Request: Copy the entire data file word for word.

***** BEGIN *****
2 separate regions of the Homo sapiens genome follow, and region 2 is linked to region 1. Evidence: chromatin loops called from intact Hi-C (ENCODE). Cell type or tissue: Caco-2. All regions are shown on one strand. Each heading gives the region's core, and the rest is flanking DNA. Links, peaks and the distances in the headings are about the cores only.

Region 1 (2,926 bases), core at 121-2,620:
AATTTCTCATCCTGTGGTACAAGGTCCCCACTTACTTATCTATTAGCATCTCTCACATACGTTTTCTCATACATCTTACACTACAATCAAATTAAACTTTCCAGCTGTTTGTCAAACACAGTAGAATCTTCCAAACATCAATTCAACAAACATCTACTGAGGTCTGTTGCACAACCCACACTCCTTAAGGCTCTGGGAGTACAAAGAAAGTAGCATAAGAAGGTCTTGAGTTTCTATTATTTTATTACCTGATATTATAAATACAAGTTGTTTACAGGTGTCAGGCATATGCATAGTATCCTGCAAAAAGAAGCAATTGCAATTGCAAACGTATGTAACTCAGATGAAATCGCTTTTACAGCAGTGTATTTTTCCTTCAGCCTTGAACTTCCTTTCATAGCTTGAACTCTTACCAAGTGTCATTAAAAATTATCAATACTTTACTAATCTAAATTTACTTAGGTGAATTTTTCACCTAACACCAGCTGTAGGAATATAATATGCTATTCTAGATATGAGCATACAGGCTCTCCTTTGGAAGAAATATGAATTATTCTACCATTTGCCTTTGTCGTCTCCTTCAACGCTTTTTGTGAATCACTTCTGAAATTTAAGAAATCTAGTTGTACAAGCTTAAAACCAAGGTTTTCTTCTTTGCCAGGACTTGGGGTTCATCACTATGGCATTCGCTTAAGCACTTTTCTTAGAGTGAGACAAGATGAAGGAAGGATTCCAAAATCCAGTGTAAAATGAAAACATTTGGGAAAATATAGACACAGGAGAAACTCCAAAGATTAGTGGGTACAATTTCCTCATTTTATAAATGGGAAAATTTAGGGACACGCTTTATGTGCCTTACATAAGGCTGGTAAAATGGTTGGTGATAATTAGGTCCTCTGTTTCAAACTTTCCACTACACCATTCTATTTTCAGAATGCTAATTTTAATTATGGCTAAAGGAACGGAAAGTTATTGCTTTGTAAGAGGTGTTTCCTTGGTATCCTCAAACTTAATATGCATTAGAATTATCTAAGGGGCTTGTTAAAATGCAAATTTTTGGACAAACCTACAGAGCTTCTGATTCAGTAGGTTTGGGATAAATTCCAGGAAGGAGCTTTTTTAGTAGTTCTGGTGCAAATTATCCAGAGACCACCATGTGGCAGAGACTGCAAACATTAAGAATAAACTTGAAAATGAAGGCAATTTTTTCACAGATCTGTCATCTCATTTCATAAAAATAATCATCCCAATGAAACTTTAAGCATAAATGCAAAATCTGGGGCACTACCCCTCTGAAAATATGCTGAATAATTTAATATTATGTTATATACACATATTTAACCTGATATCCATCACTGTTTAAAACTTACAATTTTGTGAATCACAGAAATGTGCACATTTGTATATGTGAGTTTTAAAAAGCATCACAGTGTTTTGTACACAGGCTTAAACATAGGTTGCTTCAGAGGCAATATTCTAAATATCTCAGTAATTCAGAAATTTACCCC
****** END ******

2 separate regions of the Homo sapiens genome follow, and region 2 is linked to region 1. Evidence: chromatin loops called from intact Hi-C (ENCODE). Cell type or tissue: Caco-2. All regions are shown on one strand. Each heading gives the region's core, and the rest is flanking DNA. Links, peaks and the distances in the headings are about the cores only.

Region 1 (2,926 bases), core at 121-2,620:
AATTTCTCATCCTGTGGTACAAGGTCCCCACTTACTTATCTATTAGCATCTCTCACATACGTTTTCTCATACATCTTACACTACAATCAAATTAAACTTTCCAGCTGTTTGTCAAACACAGTAGAATCTTCCAAACATCAATTCAACAAACATCTACTGAGGTCTGTTGCACAACCCACACTCCTTAAGGCTCTGGGAGTACAAAGAAAGTAGCATAAGAAGGTCTTGAGTTTCTATTATTTTATTACCTGATATTATAAATACAAGTTGTTTACAGGTGTCAGGCATATGCATAGTATCCTGCAAAAAGAAGCAATTGCAATTGCAAACGTATGTAACTCAGATGAAATCGCTTTTACAGCAGTGTATTTTTCCTTCAGCCTTGAACTTCCTTTCATAGCTTGAACTCTTACCAAGTGTCATTAAAAATTATCAATACTTTACTAATCTAAATTTACTTAGGTGAATTTTTCACCTAACACCAGCTGTAGGAATATAATATGCTATTCTAGATATGAGCATACAGGCTCTCCTTTGGAAGAAATATGAATTATTCTACCATTTGCCTTTGTCGTCTCCTTCAACGCTTTTTGTGAATCACTTCTGAAATTTAAGAAATCTAGTTGTACAAGCTTAAAACCAAGGTTTTCTTCTTTGCCAGGACTTGGGGTTCATCACTATGGCATTCGCTTAAGCACTTTTCTTAGAGTGAGACAAGATGAAGGAAGGATTCCAAAATCCAGTGTAAAATGAAAACATTTGGGAAAATATAGACACAGGAGAAACTCCAAAGATTAGTGGGTACAATTTCCTCATTTTATAAATGGGAAAATTTAGGGACACGCTTTATGTGCCTTACATAAGGCTGGTAAAATGGTTGGTGATAATTAGGTCCTCTGTTTCAAACTTTCCACTACACCATTCTATTTTCAGAATGCTAATTTTAATTATGGCTAAAGGAACGGAAAGTTATTGCTTTGTAAGAGGTGTTTCCTTGGTATCCTCAAACTTAATATGCATTAGAATTATCTAAGGGGCTTGTTAAAATGCAAATTTTTGGACAAACCTACAGAGCTTCTGATTCAGTAGGTTTGGGATAAATTCCAGGAAGGAGCTTTTTTAGTAGTTCTGGTGCAAATTATCCAGAGACCACCATGTGGCAGAGACTGCAAACATTAAGAATAAACTTGAAAATGAAGGCAATTTTTTCACAGATCTGTCATCTCATTTCATAAAAATAATCATCCCAATGAAACTTTAAGCATAAATGCAAAATCTGGGGCACTACCCCTCTGAAAATATGCTGAATAATTTAATATTATGTTATATACACATATTTAACCTGATATCCATCACTGTTTAAAACTTACAATTTTGTGAATCACAGAAATGTGCACATTTGTATATGTGAGTTTTAAAAAGCATCACAGTGTTTTGTACACAGGCTTAAACATAGGTTGCTTCAGAGGCAATATTCTAAATATCTCAGTAATTCAGAAATTTACCCC